Injured koalas in Macarthur could receive speedier care if a Campbelltown Council funding push proves successful.
The council will write to state and federal government ministers seeking the urgent provision of financial assistance to support local veterinary clinics in the treatment of hurt koalas.
Councillor Karen Hunt raised the motion at the most recent council meeting and said koala protection was an issue “close to her heart”.
She said the marsupials were “not as robust as kangaroos” and were more susceptible to serious injuries if they were struck by passing vehicles.
“There are a lot of rescuers out there who would give their last cent to save a koala’s life,” she said.
“Many people give up their own time to rescue these animals at all hours.
“Koala care is a whole of community issue and we need to address means to protect this icon.”
Cr Hunt also wanted to arrange a forum between local “key stakeholders” – including vets, WIRES representatives, rescuers and relevant state and federal agencies – to “identify a viable and sustainable care program fro injured koalas”.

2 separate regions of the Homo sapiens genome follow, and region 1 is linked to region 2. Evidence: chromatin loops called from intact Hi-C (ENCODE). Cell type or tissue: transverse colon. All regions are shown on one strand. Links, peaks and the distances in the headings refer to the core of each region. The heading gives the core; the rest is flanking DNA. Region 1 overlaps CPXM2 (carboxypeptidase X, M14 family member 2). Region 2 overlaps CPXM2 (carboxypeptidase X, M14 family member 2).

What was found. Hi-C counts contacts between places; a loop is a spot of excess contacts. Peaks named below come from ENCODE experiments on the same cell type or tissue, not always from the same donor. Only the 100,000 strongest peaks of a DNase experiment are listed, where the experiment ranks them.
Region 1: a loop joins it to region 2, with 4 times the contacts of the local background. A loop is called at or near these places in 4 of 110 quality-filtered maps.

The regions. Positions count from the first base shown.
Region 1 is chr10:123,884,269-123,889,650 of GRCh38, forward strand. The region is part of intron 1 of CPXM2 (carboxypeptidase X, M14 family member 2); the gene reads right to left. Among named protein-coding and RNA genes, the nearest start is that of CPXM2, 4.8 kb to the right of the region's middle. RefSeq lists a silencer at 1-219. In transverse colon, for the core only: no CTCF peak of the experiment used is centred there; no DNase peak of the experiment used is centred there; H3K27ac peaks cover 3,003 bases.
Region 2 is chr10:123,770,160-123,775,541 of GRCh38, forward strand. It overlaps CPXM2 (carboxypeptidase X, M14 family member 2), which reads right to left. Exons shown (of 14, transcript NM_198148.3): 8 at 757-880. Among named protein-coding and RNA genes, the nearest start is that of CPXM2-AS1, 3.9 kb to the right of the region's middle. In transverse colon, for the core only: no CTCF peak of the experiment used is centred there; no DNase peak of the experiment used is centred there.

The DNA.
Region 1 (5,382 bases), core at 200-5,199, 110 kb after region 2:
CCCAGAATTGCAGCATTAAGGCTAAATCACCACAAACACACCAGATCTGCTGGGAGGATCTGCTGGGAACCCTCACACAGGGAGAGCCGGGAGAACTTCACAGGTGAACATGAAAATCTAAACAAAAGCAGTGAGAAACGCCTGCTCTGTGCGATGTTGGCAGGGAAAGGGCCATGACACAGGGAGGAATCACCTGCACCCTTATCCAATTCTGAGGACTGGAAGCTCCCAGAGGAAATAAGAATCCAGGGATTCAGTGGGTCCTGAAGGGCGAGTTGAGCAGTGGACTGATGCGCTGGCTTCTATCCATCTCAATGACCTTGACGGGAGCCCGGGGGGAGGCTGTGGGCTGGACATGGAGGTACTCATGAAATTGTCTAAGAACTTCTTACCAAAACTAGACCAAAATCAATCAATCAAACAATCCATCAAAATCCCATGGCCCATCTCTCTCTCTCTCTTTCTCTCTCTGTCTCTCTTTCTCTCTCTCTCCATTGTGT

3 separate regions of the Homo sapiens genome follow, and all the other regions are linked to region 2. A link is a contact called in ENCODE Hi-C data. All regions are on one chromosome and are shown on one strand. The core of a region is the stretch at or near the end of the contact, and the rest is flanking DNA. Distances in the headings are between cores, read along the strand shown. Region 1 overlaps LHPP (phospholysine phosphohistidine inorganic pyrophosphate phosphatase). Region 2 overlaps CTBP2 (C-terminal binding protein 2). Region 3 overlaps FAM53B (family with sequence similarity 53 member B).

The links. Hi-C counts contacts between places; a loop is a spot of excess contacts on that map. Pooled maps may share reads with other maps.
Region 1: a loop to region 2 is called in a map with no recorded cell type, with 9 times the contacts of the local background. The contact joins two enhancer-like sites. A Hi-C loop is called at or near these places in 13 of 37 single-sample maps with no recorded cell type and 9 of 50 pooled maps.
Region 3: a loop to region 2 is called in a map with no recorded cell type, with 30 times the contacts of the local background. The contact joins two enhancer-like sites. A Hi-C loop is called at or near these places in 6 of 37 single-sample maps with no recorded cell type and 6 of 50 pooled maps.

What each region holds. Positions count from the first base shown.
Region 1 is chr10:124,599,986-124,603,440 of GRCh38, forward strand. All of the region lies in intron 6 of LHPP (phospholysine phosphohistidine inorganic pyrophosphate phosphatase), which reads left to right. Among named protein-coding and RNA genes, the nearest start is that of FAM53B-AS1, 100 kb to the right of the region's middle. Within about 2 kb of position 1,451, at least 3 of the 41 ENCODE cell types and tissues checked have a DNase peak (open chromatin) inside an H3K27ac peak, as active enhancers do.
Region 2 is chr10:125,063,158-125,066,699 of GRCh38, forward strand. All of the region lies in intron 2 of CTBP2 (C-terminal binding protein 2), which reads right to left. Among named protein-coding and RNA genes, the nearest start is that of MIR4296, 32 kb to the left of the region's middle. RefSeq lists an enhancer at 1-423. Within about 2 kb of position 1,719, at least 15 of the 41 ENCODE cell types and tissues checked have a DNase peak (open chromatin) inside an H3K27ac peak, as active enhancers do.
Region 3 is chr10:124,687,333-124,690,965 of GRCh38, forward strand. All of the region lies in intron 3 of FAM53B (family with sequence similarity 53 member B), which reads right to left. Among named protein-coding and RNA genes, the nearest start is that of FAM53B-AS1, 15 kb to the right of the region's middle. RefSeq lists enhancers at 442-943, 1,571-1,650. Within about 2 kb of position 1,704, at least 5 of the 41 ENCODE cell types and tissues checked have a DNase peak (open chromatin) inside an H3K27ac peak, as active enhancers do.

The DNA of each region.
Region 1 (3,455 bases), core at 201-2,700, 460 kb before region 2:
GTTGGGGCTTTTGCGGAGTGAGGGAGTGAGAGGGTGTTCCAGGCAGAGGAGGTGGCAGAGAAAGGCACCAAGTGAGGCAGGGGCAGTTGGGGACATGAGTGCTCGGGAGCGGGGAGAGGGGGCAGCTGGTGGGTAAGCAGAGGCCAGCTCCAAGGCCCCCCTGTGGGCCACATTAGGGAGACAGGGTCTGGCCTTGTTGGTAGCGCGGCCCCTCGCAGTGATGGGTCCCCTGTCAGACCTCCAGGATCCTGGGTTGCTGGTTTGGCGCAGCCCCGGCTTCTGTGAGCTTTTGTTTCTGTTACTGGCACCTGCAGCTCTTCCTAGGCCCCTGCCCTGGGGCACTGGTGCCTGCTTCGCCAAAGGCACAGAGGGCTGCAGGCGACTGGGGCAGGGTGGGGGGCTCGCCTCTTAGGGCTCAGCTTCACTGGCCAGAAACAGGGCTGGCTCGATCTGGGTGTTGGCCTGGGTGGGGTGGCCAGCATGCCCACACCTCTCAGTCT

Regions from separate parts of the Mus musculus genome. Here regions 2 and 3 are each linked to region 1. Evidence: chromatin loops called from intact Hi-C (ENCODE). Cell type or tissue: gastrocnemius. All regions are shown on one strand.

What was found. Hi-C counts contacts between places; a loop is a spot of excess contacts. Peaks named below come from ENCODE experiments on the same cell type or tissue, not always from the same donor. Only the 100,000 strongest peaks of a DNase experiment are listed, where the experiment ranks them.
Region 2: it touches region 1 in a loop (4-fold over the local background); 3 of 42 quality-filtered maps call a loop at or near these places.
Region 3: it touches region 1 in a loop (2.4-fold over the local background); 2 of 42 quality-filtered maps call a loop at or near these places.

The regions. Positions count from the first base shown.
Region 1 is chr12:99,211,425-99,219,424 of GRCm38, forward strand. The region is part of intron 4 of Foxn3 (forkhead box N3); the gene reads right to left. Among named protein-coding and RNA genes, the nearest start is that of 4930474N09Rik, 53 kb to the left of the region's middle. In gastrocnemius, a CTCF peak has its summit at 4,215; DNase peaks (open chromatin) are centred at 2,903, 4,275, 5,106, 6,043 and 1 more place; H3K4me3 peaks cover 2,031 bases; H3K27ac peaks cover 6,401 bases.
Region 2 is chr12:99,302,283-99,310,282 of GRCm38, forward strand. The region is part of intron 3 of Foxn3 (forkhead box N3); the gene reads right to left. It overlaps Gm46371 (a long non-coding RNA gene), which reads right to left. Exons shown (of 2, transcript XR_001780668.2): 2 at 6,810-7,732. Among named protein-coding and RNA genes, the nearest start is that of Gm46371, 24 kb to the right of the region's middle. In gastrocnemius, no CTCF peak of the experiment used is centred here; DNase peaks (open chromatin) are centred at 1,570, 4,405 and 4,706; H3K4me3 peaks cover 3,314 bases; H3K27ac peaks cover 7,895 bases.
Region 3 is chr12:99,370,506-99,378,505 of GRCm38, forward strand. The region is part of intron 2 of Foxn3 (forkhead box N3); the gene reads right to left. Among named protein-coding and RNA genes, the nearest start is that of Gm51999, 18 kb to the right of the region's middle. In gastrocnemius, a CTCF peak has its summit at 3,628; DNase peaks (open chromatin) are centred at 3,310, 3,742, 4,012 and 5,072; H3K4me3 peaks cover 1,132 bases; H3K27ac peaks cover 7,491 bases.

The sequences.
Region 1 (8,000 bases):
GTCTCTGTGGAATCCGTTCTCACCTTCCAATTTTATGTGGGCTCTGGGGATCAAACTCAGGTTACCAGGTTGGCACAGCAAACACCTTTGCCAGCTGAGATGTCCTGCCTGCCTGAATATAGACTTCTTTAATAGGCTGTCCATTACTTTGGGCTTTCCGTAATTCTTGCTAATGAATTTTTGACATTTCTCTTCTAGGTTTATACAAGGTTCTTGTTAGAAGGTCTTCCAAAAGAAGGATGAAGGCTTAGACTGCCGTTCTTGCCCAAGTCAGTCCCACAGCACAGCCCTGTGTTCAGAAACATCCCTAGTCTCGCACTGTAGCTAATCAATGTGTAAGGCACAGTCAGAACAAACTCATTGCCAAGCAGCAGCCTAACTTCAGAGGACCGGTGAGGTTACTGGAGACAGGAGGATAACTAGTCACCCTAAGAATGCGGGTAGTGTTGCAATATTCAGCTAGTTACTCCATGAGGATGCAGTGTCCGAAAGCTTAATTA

Active Macarthur wildlife rescuer Ricardo Lonza – administrator of the Help Save the Wildlife and Bushland in Campbelltown Facebook page – was fully supportive of Cr Hunt’s suggestions.
As a frequent rescuer, Mr Lonza has seen first-hand the difference immediate care can make to the injured koala’s chances of recovery.
“I picked up an injured koala last weekend, late at night,” he told the council on Tuesday.
“I had to take it to the only veterinary clinic that was still open after hours.
“There were lots of dogs and cats around which take priority, so I had to wait an hour and a half before we could see the vet.
“Then we went to another vet for tests, and those results will take two weeks to come back. The poor koala, Theo, died in the meantime.”
Mr Lonza said a service providing dedicated koala care could have saved Theo’s life. He would love to see a koala hospital – similar to one in Port Macquarie which he said attracts many tourists – established in Campbelltown.
Cr Hunt said Campbelltown needed to achieve funding assistance as soon as possible to prevent “what happened this weekend from happening all the time”.
“We want to keep our koalas as stress-free as possible,” she said. “If they have to go to vets surrounded by dogs that can cause them stress, and stress can cause them to contract Chlamydia.”
The council unanimously agreed to seek government funding and hold a summit to achieve greater koala protection.